Anthroposophy means "the wisdom of man." (Anthropos - man, and Sophia - wisdom). Rudolf Steiner, an early twentieth century philosopher, scientist and visionary, developed Anthroposophy as a spiritual science. This is the method by which he attained insights into the nature and history of man and the cosmos. He held in highest value the development of precise, awake and objective observations. By this means, he penetrated beyond the realm of matter, into the realm of spirit. With such capacities, Rudolf Steiner made unprecedented contributions to many fields of endeavor. Out of Anthroposophy came Waldorf Education, Biodynamic Agriculture, Eurythmy, Anthroposophical Medicine, Camp Hill Communities for the Handicapped, Communities for the Elderly, Painting Therapy, Music Therapy, Weleda Pharmacy, Architectural innovations and numerous other endeavors that are thriving in the world today.

Rudolf Steiner lectured and wrote extensively on the tapestry of historical cultures and religions that have contributed to mankind's evolving consciousness. Central to his work, was the deed of Christ, through what he frequently referred to as the Mystery of Golgotha. Anthroposophy widens the view of Christ's existence into one that embraces and belongs to all of mankind. In this esoteric and non-sectarian view of Christianity, Rudolf Steiner points us to what is universally human and what is essential and important in all religious impulses.

Shortly after World War I, Rudolf Steiner was asked to create a school for the children of the workers at the Waldorf Astoria Cigarette Factory in Stuttgart, Germany. He created a form of education that drew from his spirit and wisdom-filled picture of the developing human being, based on insights arising out of Anthroposophy. In 1919, the first Waldorf School opened its doors. Waldorf schools are now thriving in 36 countries all over the world and on every continent. It is the fastest growing, non-sectarian private school movement in the world.

Connected deeply to all that he contributed, Rudolf Steiner outlined a path of inner development. This path leads striving human beings toward their own inner transformation. In Waldorf Education, children receive the fruits of the teachers' spiritual striving, yet are never proselytized.

The festival life of The Clover Hill School centers around the Christian calendar. We strive to add depth, meaning and understanding to our festivals, so that they offer a universal experience of the seasons and the rhythms of the year. Families of all faiths and religious backgrounds are welcome in Waldorf schools.

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What is the Waldorf school view on homework, examinations and grades?

Assigned homework becomes relevant and useful for a child at about third or fourth grade. Waldorf teachers believe that whatever is assigned for outside completion must be worthy of the student's time and something in which he or she may take pride. They also acknowledge that there is value, for the child's health and well-being, in doing non-academic activities after school is out. In the third and fourth grades homework assignments may include the completion of illustrations in main lesson books, occasional math practice sheets and weekly spelling lists. In the upper grades of the elementary school, homework assignments may include the completion of illustrations and diagrams for main lesson books as well as regular math practice sets, writing assignments and vocabulary/spelling lists. Starting in third grade, once a students takes up a string instrument, nightly practice is expected and considered part of a homework rhythm. Nightly reading is also incorporated into the home life of a student. In the upper grades, regular quizzes in math, foreign language, spelling and vocabulary are given at the teachers' discretion to challenge the students and assess their progress.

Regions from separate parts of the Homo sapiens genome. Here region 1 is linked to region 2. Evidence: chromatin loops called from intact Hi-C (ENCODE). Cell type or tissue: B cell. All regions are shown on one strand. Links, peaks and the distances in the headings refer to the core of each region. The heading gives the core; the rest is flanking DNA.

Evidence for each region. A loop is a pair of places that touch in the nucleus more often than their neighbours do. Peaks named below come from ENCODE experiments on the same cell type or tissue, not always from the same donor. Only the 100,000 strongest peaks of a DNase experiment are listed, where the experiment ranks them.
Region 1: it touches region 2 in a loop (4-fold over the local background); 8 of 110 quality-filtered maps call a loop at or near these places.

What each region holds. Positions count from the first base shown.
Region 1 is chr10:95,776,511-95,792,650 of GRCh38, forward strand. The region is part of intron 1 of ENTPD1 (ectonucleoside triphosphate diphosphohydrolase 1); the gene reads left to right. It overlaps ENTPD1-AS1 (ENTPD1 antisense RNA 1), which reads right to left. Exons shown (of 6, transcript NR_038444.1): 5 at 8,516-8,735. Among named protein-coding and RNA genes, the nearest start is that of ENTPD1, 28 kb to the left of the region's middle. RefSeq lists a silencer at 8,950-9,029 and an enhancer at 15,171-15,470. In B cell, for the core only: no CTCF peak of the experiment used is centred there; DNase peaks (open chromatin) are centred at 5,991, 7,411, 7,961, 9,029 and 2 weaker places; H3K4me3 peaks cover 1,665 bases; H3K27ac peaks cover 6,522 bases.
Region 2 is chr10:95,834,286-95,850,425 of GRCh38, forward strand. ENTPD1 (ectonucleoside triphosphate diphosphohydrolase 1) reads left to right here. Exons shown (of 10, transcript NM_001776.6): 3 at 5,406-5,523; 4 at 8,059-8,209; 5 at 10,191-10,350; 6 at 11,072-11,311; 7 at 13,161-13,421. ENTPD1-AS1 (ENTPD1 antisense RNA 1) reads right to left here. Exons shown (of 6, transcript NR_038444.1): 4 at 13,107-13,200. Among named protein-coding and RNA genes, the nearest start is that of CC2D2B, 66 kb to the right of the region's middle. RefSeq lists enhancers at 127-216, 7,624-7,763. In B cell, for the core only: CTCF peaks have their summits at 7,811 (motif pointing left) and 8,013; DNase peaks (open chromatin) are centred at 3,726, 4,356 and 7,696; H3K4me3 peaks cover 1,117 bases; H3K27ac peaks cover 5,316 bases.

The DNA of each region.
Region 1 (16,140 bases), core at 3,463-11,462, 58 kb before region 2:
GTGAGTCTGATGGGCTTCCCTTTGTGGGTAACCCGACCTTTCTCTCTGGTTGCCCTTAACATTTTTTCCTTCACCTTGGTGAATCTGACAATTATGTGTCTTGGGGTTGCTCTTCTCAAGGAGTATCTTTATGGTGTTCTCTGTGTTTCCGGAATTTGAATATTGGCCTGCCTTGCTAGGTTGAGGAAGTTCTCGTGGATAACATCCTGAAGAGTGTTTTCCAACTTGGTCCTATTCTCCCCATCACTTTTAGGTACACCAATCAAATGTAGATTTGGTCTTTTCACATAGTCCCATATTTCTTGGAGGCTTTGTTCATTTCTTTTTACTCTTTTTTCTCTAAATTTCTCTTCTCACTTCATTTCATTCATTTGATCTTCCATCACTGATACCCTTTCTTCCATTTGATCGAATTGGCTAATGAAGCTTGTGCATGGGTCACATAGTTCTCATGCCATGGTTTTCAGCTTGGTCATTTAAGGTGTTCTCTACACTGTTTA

While quizzes and homework are always corrected and reviewed for mistakes, grades are not used for assessment in the elementary school. Class teachers and special subject teachers keep ongoing records and notes of students' progress and are constantly assessing their work. Standardized test are administered in jurisdictions where it is a state requirement. Twice a year, parents receive comprehensive written reports on their child's progress in school. This, coupled with regular parent/teacher conferences, comprises the basis for student assessments.

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What do Waldorf school students typically do after completing their Waldorf education?

A recent study in the U.S. showed that 78% of Waldorf graduates entered college immediately after high school, and an additional 10% were admitted to college, but deferred their enrollment for a variety of reasons. This means that nearly 90% of Waldorf graduates go to college. When asked where Waldorf graduates go to college, an experienced Waldorf consultant named Abraham Enten responded, "The simple answer is, everywhere. They go to schools from Amherst to Yale and from The University of Maine to the University of California at San Diego. They go to local community colleges and to elite Ivy League universities. The top students go wherever they want, and the ones who struggle go wherever they can. Some go to design school or to schools that concentrate on music or the visual/performance arts. Some even go to West Point. The California graduates are accepted at every campus of the university system and the students in other states attend public universities in their areas."

Abraham Enten's article on the subject in its entirety can be found at: http://www.whywaldorfworks.org/01_WhyWaldorf/article_highschool.asp.

One of the most important gifts of a Waldorf education in the life of an adolescent or adult, is the knowledge that he or she has the capacities to enter any line of work or any field of discipline. The well-rounded and exhaustive scope of the curriculum instills in the graduates the sense of confidence that comes with being an original thinker with artistic sensibilities and skillful hands.

The results of a study profiling the lives of Waldorf graduates can be found at: http://www.waldorfresearchinstitute.org/pdf/WESWGIIsum.pdf